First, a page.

Po Jui “Ray” Chiu, co-founder of BioInspira, named in Forbes 30 under 30

By Linda Vu

In July 2014, a series of natural gas explosions ripped apart Kaohsiung, a Taiwanese city where Po Jui “Ray” Chiu, MEng ’14 (BIOE) had lived with relatives just a year before, while he was completing his compulsory military service.

Ray posing in front of National Museum of Natural Science in North District, Taichung, Taiwan (1997).

At the time, witnesses reported seeing fireballs soaring into the sky and flames reaching 15 stories high. Chiu’s relatives were living just two blocks away from one of the explosion sites.

Chiu watched the disaster unfold from California, where he was working on his master’s degree in bioengineering and biomedical engineering at UC Berkeley as part of the Fung Institute’s one-year master’s in engineering program.

“I was really worried about my relatives,” said Chiu. “There was a power and communications blackout, we couldn’t get a hold of our relatives to see if they were all right.”

He eventually learned that his family was safe, but this event underscored the value of technology that could detect chemicals, like natural gas, in the air. At Berkeley, he and his classmates had already developed a biosensor platform that could provide an inexpensive, non-invasive test for determining blood glucose levels, basically a painless alternative to the fingerstick method. Could he expand this research to build sensors that could detect and analyze air chemicals in real time?

With the encouragement of bioengineering professor Seung-Wuk Lee, Chiu and his team had submitted their glucose sensor to Cal’s Big Idea Contest, which provides funding and support to interdisciplinary teams of students with inventive proposals. They won first place in the category of “Innovation Technologies for Society.”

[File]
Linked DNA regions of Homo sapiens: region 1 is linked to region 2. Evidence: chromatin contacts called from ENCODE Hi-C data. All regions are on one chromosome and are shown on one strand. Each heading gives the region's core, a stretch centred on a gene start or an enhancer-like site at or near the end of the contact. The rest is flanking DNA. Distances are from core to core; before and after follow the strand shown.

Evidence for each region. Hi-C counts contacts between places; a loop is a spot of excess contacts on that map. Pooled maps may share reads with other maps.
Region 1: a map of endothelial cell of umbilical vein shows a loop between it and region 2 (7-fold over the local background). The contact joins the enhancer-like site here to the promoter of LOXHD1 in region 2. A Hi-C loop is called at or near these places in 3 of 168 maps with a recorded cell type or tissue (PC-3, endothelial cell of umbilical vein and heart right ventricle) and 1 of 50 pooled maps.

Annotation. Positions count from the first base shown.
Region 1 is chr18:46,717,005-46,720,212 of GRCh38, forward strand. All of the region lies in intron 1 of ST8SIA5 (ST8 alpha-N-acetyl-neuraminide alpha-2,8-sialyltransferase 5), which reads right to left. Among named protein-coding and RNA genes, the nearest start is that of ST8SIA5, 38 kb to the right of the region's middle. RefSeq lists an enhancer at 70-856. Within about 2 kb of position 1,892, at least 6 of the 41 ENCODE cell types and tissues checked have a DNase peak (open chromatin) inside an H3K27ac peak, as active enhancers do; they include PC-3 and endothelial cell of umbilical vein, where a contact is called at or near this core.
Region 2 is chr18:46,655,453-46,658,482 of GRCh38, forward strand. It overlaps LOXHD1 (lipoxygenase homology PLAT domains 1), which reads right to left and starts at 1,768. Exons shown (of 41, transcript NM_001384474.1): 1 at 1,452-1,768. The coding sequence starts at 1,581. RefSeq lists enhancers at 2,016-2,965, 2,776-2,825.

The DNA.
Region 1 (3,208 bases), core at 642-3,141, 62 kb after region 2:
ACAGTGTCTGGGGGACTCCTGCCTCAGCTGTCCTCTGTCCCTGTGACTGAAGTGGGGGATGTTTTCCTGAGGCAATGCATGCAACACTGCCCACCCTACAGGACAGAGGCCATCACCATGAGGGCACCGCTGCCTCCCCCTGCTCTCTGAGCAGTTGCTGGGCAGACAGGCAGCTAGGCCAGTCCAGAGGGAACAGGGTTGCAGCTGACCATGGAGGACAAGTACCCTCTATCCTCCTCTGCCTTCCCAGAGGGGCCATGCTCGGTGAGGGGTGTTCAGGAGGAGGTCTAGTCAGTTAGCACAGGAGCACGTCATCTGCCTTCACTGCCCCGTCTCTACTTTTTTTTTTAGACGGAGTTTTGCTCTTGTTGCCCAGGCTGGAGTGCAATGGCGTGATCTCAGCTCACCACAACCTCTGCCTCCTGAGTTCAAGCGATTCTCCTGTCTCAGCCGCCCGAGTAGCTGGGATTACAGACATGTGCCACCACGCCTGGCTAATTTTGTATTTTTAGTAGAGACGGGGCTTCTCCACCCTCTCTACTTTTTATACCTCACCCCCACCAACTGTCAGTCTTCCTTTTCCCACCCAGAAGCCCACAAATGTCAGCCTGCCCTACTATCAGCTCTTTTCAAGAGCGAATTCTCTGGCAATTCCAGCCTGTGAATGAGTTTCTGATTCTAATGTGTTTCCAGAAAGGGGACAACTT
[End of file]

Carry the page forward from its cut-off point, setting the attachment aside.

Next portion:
With funds from the contest, they patented their idea and incorporated a company, BioInspira Inc. The biosensors became the company’s founding technology. Today, BioInspira is developing accurate, inexpensive and power-efficient tools for detecting chemicals in the air — like those that were prevalent in the hours leading up to the explosion in in Kaohsiung. The sensors could also be applied to a variety of industries including safety, healthcare, transportation and food markets.

Established in 2014, the company is currently in the process of raising money to establish a scalable manufacturing line and expand its engineering team. Its sensors have not been publicly released yet.

Looking back, Chiu credits the support from the Big Ideas Contest, as well as the Master of Engineering’s capstone requirement, for his team’s success.

“The Capstone project was really the initiation of what I’m doing right now. Our company is an extension of our Capstone project,” said Chiu. “The program’s flexibility lets you decide what you want to do and how deep you want to go. You can even choose to jump into a really big project, it’s up to you.”

He notes that BioInspira wouldn’t be where it is today without the support of UC Berkeley. “Through a series of conversations, facilitated by staff at the university, as well as feedback from professors, we were able to adjust our design to what it is today,” said Chiu.

In January 2019, Ray was named in the Forbes 30 Under 30 Energy category. Congratulations, Ray!


Ray is an enthusiastic engineer with the goal of transforming discoveries in fundamental biochemistry research into human-centric applications with real-world impacts. Connect with Ray.